The findings were published Aug. 26 in the journal Current Biology.
“What’s interesting about the white-necked jacobin is that all the juveniles start out with male-like plumage,” said lead author Jay Falk, Ph.D. ’20, who did the research with the Cornell Lab of Ornithology as a doctoral candidate. “Among most other bird species, juvenile plumage looks more like the female’s, presumably to be less obvious to predators.” His co-authors are Michael S. Webster, Ph.D. ’91, the Robert G. Engel Professor of Ornithology and director of the Lab of Ornithology’s Macaulay Library; and Dustin R. Rubenstein, Ph.D. ’06, of Columbia University.
As the birds mature, all jacobin males retain the fancier plumage – but so do nearly 20% of the females among the population Falk studied in Panama. The remaining 80% of females develop the muted green and white coloration of a typical adult female.
So, what’s the benefit to females of this species when they look like a male? To solve that puzzle, Falk and his assistants put radio frequency ID tags on birds and set up a circuit of 28 feeders wired to read the tags. By tracking the number and length of visits, they homed in the answer.
“Our tests found that the typical, less colorful females were harassed much more than females with male-like plumage,” said Falk, now a postdoctoral fellow at the University of Washington. “Because the male-plumaged females experienced less aggression, they were able to feed more often – a clear advantage.”
The researchers found that the male-like females got to feed longer than the typical adult female – about 35% longer at feeders filled with high-sugar nectar. That can make a big difference in their ability to thrive, because hummingbirds have the highest metabolic rate of any vertebrate. They need to eat constantly in order to survive.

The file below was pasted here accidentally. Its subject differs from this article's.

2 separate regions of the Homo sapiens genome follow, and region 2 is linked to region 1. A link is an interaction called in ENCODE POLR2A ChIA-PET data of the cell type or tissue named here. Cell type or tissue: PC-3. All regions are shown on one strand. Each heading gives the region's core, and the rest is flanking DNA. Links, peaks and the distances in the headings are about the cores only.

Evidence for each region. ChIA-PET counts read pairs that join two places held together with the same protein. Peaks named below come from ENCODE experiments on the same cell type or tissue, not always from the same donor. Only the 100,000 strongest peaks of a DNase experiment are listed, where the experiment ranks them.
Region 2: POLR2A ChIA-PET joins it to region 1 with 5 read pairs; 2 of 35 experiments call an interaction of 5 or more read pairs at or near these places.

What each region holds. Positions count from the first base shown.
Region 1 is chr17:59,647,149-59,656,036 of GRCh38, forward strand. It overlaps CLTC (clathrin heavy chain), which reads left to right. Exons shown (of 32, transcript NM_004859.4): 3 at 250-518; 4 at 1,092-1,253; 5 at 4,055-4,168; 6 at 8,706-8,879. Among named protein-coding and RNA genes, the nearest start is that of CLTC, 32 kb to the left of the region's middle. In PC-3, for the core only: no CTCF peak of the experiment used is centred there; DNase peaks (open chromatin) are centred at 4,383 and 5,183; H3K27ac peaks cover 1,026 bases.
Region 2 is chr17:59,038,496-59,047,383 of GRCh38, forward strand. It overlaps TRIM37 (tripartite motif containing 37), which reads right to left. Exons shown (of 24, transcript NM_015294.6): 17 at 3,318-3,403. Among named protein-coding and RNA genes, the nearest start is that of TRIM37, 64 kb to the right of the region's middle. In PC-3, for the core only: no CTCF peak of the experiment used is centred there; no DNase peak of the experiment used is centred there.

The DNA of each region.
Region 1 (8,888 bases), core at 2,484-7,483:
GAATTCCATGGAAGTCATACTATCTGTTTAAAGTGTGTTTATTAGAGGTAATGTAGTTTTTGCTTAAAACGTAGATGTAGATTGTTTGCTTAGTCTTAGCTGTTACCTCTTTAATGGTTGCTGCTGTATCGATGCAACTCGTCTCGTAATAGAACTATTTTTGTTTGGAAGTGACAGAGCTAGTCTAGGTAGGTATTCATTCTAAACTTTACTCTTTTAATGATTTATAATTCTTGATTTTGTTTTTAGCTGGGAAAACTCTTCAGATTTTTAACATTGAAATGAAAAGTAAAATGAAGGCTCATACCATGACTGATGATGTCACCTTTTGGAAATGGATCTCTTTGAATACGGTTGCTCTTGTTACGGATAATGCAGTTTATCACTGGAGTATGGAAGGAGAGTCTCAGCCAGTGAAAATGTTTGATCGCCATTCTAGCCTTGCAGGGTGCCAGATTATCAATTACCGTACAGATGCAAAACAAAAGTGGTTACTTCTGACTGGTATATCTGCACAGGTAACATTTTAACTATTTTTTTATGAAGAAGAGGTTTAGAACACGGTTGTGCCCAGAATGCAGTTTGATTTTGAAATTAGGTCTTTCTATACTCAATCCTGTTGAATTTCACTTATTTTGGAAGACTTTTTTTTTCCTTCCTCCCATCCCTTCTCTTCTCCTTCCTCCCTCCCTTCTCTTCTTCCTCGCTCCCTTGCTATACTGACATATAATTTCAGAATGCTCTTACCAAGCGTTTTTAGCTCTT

Female white-necked jacobins retain the male-like plumage of their youth for social reasons: They avoid the bullies by looking like them. It is unclear whether male-like females behave just as aggressively as the males. The physical mechanism that allows females to retain male-like plumage is also unknown.
The white-necked jacobin is hardly alone when it comes to having some females that look like males. Falk says studies have found that 25% of the world’s more than 350 hummingbird species also have some females that look like males.
Though plumage ornamentation is usually attributed to sexual selection and attracting a mate, researchers ruled out that explanation for this species after field experiments.
Scientists observed the reactions of live jacobin hummingbirds toward stuffed mounts placed on nectar feeders during breeding season. The mounts were stuffed specimens of adult white-necked jacobin males, typical adult females, and female adults that looked like males.
“If females having male-like plumage is the result of sexual selection, then the males would have been drawn to the male-plumaged females,” said Falk. “That didn’t happen. The male white-necked jacobins still showed a clear preference for the typically-plumed adult females.”
Funding for the research was provided by the Cornell Lab of Ornithology, the Smithsonian Tropical Research Institute, the National Science Foundation, the Society for the Study of Evolution, the American Society of Naturalists, and the Sigma Xi Society.
Pat Leonard is a staff writer at the Cornell Lab of Ornithology.
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